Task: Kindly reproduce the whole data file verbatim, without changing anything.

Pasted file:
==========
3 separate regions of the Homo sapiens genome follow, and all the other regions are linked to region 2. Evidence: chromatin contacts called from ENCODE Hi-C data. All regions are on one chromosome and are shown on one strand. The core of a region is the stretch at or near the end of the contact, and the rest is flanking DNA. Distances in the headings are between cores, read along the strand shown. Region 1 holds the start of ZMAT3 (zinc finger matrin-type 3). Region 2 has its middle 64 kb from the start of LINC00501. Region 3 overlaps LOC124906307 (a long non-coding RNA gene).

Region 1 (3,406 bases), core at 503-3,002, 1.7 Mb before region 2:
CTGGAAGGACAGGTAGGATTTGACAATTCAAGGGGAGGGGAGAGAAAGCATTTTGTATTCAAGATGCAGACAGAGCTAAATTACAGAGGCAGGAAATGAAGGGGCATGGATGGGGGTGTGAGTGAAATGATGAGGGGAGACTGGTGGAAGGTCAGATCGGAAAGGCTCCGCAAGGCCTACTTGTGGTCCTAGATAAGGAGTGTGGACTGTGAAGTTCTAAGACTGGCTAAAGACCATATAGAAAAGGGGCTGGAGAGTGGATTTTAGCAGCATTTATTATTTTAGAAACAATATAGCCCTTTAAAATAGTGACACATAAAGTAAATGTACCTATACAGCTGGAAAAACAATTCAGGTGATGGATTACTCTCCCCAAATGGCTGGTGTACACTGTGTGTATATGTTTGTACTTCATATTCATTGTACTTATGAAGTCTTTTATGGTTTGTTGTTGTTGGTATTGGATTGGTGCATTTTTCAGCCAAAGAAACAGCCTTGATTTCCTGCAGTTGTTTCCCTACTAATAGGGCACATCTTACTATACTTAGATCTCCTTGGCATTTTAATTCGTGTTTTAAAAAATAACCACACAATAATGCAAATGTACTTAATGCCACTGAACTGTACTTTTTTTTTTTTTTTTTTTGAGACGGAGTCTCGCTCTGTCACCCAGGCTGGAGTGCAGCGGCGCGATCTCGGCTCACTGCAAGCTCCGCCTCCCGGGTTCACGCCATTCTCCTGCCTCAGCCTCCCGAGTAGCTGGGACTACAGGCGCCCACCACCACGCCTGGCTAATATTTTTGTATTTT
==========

3 separate regions of the Homo sapiens genome follow, and all the other regions are linked to region 2. Evidence: chromatin contacts called from ENCODE Hi-C data. All regions are on one chromosome and are shown on one strand. The core of a region is the stretch at or near the end of the contact, and the rest is flanking DNA. Distances in the headings are between cores, read along the strand shown. Region 1 holds the start of ZMAT3 (zinc finger matrin-type 3). Region 2 has its middle 64 kb from the start of LINC00501. Region 3 overlaps LOC124906307 (a long non-coding RNA gene).

Region 1 (3,406 bases), core at 503-3,002, 1.7 Mb before region 2:
CTGGAAGGACAGGTAGGATTTGACAATTCAAGGGGAGGGGAGAGAAAGCATTTTGTATTCAAGATGCAGACAGAGCTAAATTACAGAGGCAGGAAATGAAGGGGCATGGATGGGGGTGTGAGTGAAATGATGAGGGGAGACTGGTGGAAGGTCAGATCGGAAAGGCTCCGCAAGGCCTACTTGTGGTCCTAGATAAGGAGTGTGGACTGTGAAGTTCTAAGACTGGCTAAAGACCATATAGAAAAGGGGCTGGAGAGTGGATTTTAGCAGCATTTATTATTTTAGAAACAATATAGCCCTTTAAAATAGTGACACATAAAGTAAATGTACCTATACAGCTGGAAAAACAATTCAGGTGATGGATTACTCTCCCCAAATGGCTGGTGTACACTGTGTGTATATGTTTGTACTTCATATTCATTGTACTTATGAAGTCTTTTATGGTTTGTTGTTGTTGGTATTGGATTGGTGCATTTTTCAGCCAAAGAAACAGCCTTGATTTCCTGCAGTTGTTTCCCTACTAATAGGGCACATCTTACTATACTTAGATCTCCTTGGCATTTTAATTCGTGTTTTAAAAAATAACCACACAATAATGCAAATGTACTTAATGCCACTGAACTGTACTTTTTTTTTTTTTTTTTTTGAGACGGAGTCTCGCTCTGTCACCCAGGCTGGAGTGCAGCGGCGCGATCTCGGCTCACTGCAAGCTCCGCCTCCCGGGTTCACGCCATTCTCCTGCCTCAGCCTCCCGAGTAGCTGGGACTACAGGCGCCCACCACCACGCCTGGCTAATATTTTTGTATTTT